(Large preview)

Using BEM

BEM is nothing more than a guide: no new framework or language to learn, just CSS with a naming convention to organize things better. Following this methodology, you can implement the patterns you’ve already been using, but in a more structured manner. You can also quite easily do progressive enhancements to your existing codebase as it requires no additional tooling configuration or any other complexities.


  • At its heart BEM manages reusable components, preventing random global styles overriding others. In the end, we have more predictable code, which solves a lot of our specificity problems.
  • There’s not much of a learning curve; it is just the same old CSS with a couple of guides to improve maintainability. It is an easy way of making code modular by using CSS itself.


  • While promoting reusability and maintainability, a side effect of the BEM naming principle is making naming the classes difficult and time-consuming.
  • The more nested your component is in the block, the longer and more unreadable the class names become. Deeply nested or grandchild selectors often face this issue.
<div class="card__body">
  <p class="card__body__content">Lorem ipsum lorem</p>
  <div class="card__body__links">
    <!-- Grandchild elements -->
    <a href="#" class="card__body__links__link--active">Link</a>

That was just a quick intro to BEM and how it solves our problems. If you’d like to take a deeper look into its implementation, check out “BEM For Beginners” published here in Smashing Magazine.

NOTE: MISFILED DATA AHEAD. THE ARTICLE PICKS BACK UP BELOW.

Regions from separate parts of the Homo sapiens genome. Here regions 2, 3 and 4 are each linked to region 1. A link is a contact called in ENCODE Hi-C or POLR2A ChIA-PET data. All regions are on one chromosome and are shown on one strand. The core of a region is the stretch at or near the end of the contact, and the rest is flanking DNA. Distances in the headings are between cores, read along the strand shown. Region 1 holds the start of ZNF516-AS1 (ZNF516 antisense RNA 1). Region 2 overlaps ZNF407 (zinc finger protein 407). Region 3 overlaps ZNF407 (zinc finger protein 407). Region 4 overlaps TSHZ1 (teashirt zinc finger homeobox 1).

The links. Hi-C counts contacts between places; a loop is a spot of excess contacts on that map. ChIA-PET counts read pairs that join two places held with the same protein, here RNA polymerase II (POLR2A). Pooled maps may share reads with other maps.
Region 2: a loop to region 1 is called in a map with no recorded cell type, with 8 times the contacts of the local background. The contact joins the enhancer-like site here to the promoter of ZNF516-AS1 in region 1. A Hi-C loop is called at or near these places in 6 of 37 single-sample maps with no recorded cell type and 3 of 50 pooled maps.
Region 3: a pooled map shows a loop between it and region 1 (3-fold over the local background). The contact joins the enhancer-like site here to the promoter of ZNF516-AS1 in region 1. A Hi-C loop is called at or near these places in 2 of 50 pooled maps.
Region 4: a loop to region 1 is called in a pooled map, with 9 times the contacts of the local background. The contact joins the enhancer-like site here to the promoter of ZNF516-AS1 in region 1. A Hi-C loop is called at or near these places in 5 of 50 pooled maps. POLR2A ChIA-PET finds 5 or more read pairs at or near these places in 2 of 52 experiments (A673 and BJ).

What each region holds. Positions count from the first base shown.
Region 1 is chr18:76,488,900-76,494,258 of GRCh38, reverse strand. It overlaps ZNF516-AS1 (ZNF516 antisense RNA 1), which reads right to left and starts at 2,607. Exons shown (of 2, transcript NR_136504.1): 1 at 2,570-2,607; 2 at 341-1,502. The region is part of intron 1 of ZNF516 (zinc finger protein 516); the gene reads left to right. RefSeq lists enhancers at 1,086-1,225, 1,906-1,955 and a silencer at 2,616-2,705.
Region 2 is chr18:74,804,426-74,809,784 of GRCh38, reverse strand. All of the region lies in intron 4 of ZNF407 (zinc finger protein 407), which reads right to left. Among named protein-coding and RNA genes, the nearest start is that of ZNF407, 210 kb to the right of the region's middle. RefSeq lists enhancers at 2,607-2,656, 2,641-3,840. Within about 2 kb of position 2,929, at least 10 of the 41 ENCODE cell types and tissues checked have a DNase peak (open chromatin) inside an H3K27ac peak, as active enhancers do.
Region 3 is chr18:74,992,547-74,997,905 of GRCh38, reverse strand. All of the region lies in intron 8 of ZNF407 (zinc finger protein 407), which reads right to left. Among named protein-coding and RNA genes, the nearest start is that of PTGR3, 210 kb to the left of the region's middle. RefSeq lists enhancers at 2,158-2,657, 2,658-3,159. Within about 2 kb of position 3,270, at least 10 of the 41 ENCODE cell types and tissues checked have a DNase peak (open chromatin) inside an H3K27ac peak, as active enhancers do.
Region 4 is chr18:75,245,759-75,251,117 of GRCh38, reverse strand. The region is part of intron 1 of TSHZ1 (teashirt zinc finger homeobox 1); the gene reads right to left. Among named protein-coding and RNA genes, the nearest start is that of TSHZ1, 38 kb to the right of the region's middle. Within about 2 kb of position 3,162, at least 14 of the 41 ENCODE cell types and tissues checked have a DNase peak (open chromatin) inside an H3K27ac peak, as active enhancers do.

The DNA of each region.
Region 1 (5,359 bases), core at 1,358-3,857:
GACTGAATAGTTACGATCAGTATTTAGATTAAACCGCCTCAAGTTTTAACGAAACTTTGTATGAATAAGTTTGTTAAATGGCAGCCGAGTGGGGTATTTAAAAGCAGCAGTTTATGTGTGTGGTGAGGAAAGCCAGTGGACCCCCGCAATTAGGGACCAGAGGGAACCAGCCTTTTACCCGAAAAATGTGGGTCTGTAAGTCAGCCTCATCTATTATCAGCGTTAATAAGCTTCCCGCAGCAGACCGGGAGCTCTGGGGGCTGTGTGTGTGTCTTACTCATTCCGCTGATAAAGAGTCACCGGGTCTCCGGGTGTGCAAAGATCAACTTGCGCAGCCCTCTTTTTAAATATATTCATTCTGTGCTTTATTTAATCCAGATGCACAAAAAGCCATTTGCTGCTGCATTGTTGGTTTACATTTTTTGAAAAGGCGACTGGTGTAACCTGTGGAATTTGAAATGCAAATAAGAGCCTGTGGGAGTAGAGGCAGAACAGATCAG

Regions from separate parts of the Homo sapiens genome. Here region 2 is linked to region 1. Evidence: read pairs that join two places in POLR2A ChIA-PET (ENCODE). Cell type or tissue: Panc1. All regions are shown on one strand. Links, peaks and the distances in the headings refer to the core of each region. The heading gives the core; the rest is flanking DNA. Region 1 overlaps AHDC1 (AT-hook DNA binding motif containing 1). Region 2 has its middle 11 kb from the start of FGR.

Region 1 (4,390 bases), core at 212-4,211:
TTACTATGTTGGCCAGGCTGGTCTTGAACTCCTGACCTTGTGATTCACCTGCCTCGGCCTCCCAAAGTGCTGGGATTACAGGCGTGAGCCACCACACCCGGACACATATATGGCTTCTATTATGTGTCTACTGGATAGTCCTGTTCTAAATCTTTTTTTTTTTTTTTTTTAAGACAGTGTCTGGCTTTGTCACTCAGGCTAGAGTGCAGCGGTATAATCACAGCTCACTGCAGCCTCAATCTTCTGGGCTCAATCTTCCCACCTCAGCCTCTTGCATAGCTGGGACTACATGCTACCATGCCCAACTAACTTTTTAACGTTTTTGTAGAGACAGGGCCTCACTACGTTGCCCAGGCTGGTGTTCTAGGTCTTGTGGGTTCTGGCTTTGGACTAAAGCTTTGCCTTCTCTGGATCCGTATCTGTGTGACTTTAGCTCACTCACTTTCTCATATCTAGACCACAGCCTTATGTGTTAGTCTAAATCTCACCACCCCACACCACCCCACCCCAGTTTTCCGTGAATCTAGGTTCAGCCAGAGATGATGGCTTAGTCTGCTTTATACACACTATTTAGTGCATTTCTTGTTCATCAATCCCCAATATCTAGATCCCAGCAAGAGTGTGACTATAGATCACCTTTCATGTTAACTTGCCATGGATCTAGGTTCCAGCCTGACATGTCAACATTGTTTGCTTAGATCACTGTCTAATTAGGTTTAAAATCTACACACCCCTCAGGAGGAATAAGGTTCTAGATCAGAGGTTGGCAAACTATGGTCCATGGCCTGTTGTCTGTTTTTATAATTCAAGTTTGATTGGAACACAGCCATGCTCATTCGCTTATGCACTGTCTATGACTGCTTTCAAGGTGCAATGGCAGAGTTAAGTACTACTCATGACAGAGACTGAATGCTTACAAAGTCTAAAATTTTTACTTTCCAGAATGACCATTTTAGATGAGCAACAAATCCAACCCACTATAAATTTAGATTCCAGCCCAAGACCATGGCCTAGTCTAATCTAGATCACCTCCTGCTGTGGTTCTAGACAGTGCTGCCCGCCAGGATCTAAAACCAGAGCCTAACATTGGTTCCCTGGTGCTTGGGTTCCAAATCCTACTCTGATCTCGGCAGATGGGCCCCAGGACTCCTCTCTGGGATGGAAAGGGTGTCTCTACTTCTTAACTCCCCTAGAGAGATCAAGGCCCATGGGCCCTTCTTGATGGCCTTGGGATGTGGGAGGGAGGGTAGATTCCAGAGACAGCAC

Sassy CSS (SCSS)

Put blandly, SCSS is CSS on steroids. Additional functionality such as variables, nesting selectors, reusable mixins, and imports help SCSS make CSS more of a programming language. For me, SCSS was fairly easy to pick up (go through the docs if you haven’t already) and once I got to grips with the additional features, I’d always prefer to use it over CSS just for the convenience it provided. SCSS is a preprocessor, meaning the compiled result is a plain old CSS file; the only thing you need to set up is tooling to compile down to CSS in the build process.

Super handy features

  • Imports help you split style sheets into multiple files for each component/section, or whichever makes readability easier.
// main.scss
@import "_variables.scss";
@import "_mixins.scss";

@import "_global.scss";
@import "_navbar.scss";
@import "_hero.scss";
  • Mixins, loops, and variables help with the DRY principle and also make the process of writing CSS easier.
@mixin flex-center($direction) {
  display: flex;
  align-items: center;
  justify-content: center;
  flex-direction: $direction;

.box {
  @include flex-center(row);

Note: SCSS mixin: Check out more handy SCSS features over here.

  • Nesting of selectors improves readability as it works the same way HTML elements are arranged: in a nested fashion. This approach helps you recognize hierarchy at a glance.


It is possible to group the code for components into blocks, and this greatly improves readability and helps in ease of writing BEM with SCSS:

This code is relatively less heavy and complicated as opposed to nesting multiple layers. (Large preview)

Note: For further reading on how this would work, check out Victor Jeman’s “BEM with Sass” tutorial.